From the growers’ farm to your refrigerator, safety is the top priority for companies in the juice industry. The US Food and Drug Administration (FDA), oversees the safety of all foods and beverages sold in the United States including juice. All juices sold in the US, regardless of the country of origin, must adhere to the same strict safety regulations. Juice safety measures include:
- Hazard Analysis and Critical Control Point (HAACP): A key FDA-regulated safety measure for the production of juice is the Hazard Analysis and Critical Control Point management system. HACCP addresses “the analysis and control of biological, chemical, and physical hazards from raw material production, procurement and handling, to manufacturing, distribution and consumption of the finished product.” All juice processing facilities must comply with HACCP and such facilities are regularly inspected by federal and state agencies.
- Food Safety Modernization Act: The FDA Food Safety Modernization Act (FSMA) further outlines clear, specific actions that must be taken throughout the supply chain to prevent foodborne illnesses and contamination.
- Total Diet Study: To further ensure the safety of food and beverages, the FDA also regularly tests and monitors levels of about 800 contaminants and nutrients in the average U.S. diet as part of its Total Diet Study.
- Pesticide Regulation Pesticides are widely used to control pests such as insects, weeds and plant disease. The U.S. Environmental Protection Agency (EPA) sets tolerances for pesticide levels in food. The EPA limits (or tolerances) for pesticide residues are set at a level that reflects EPA’s determination that the pesticide can be used with “reasonable certainty of no harm.” These tolerance levels are considered safe based on survey information on daily food intake by adults and children. The EPA continuously evaluates new and existing pesticides, and works to improve the safety standards related to pesticide residues on food.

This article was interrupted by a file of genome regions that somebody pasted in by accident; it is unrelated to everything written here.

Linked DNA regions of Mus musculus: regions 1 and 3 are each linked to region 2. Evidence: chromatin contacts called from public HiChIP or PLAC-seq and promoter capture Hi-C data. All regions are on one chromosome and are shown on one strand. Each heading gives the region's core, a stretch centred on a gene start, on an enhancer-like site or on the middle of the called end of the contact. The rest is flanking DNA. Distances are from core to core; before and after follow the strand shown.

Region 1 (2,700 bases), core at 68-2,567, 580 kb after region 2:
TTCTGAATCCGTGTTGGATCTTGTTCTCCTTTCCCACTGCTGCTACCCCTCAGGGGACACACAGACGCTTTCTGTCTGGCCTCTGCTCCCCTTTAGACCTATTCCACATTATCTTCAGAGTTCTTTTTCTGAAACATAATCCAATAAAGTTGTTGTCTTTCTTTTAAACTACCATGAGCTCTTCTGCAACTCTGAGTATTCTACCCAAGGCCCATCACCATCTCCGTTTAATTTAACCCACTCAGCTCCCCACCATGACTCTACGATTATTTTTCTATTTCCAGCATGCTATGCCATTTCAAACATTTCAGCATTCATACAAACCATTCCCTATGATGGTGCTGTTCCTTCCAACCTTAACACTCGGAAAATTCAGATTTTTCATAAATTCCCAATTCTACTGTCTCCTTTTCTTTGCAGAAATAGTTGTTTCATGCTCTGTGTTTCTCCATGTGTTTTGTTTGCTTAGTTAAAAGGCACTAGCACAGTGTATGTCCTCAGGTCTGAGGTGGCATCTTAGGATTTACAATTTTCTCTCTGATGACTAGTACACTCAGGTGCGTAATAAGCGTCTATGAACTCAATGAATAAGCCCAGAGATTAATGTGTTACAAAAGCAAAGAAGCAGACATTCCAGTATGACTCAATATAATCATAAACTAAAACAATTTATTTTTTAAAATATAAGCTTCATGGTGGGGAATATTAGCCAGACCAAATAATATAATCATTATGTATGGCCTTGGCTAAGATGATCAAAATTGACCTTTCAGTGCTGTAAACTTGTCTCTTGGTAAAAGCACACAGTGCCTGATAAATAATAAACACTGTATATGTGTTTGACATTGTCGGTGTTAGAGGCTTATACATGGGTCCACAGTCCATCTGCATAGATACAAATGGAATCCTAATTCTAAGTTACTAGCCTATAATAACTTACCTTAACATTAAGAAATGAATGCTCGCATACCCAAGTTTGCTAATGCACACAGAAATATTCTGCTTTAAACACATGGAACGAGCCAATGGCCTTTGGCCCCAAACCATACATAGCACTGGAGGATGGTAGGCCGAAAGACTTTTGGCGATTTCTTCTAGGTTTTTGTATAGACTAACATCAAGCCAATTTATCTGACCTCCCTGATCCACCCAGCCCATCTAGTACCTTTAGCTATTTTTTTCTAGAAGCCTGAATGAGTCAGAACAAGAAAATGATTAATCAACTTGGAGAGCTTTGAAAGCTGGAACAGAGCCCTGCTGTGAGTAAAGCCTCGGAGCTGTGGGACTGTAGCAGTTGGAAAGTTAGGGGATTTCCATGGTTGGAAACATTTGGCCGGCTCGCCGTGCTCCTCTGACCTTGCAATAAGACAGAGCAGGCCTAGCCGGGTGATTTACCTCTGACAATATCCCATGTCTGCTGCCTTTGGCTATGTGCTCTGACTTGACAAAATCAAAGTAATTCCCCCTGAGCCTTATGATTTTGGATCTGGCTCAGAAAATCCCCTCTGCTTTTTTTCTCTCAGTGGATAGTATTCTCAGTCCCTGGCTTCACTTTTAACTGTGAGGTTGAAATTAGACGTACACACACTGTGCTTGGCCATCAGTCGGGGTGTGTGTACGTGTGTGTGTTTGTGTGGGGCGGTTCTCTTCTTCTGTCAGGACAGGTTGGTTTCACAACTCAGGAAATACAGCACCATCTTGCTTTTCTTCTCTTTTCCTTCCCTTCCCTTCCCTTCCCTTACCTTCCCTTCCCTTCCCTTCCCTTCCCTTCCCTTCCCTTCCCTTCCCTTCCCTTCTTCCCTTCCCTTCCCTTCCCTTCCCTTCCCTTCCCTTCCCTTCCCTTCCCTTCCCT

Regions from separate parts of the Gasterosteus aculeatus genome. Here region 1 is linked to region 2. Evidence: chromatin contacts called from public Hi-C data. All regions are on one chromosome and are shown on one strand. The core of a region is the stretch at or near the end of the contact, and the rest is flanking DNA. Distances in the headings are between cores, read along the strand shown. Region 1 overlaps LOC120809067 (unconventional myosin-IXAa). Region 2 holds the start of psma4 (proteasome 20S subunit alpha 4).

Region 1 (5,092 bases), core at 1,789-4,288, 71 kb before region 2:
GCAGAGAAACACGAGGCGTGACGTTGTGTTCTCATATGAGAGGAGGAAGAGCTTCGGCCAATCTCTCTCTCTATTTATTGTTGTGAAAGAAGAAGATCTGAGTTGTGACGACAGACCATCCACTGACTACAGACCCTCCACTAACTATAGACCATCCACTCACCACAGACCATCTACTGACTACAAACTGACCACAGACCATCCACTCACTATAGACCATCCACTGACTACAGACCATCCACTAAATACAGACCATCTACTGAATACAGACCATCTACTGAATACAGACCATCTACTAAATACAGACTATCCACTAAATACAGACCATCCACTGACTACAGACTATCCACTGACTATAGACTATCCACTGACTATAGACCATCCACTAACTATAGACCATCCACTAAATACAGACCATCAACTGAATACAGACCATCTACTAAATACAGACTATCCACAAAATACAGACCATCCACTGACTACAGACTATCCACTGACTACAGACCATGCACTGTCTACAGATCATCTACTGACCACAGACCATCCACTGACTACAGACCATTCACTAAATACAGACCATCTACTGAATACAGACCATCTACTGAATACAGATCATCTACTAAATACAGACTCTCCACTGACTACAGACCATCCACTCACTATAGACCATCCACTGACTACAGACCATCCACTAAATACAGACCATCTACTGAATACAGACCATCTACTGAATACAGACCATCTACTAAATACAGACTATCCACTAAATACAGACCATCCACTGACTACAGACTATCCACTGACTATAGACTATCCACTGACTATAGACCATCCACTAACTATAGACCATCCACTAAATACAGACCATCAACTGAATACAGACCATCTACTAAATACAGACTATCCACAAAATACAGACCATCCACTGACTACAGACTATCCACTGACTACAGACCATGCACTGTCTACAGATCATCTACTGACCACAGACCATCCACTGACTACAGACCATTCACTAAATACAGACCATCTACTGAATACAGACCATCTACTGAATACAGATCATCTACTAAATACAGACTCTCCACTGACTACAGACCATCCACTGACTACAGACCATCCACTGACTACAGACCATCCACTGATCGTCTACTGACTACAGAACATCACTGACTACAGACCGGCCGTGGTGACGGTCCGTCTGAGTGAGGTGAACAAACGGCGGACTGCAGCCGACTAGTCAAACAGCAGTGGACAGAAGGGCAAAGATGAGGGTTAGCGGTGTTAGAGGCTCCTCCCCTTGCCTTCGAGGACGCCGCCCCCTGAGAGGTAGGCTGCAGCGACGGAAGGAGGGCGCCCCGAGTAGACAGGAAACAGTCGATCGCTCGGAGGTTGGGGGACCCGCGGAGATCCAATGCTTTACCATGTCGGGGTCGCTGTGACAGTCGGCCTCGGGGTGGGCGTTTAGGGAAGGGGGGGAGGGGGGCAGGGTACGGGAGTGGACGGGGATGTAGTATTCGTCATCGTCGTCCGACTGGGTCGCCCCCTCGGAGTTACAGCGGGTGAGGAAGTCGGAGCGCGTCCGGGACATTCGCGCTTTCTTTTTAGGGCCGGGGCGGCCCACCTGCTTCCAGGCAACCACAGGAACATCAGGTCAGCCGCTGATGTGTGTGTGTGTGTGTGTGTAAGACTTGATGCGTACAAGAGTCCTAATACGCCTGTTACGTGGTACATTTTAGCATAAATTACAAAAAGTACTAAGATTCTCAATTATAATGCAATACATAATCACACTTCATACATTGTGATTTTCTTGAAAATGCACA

Making 100% juice is remarkably simple. The three basic steps are:
- Wash the fruits or vegetables;
- Extract the juice by pressing the produce;
- And lastly, juice is typically heat pasteurized for food safety. As an alternative to heat pasteurization, some juices are made through a process called high pressure processing (HPP).
While making juice is called “processing,” the process is not complicated and does not impact the quality or nutritional value of 100% juice.
Further benefits of commercially-made juice are that it makes high-quality product available year-round, provides vitamins and nutrients from the fruit or vegetable, and follows strict procedures to ensure food safety.
Juice & Contaminants
The juice industry is committed to providing safe, quality and nutritious juices and complies with all federal regulations for food safety. Learn more.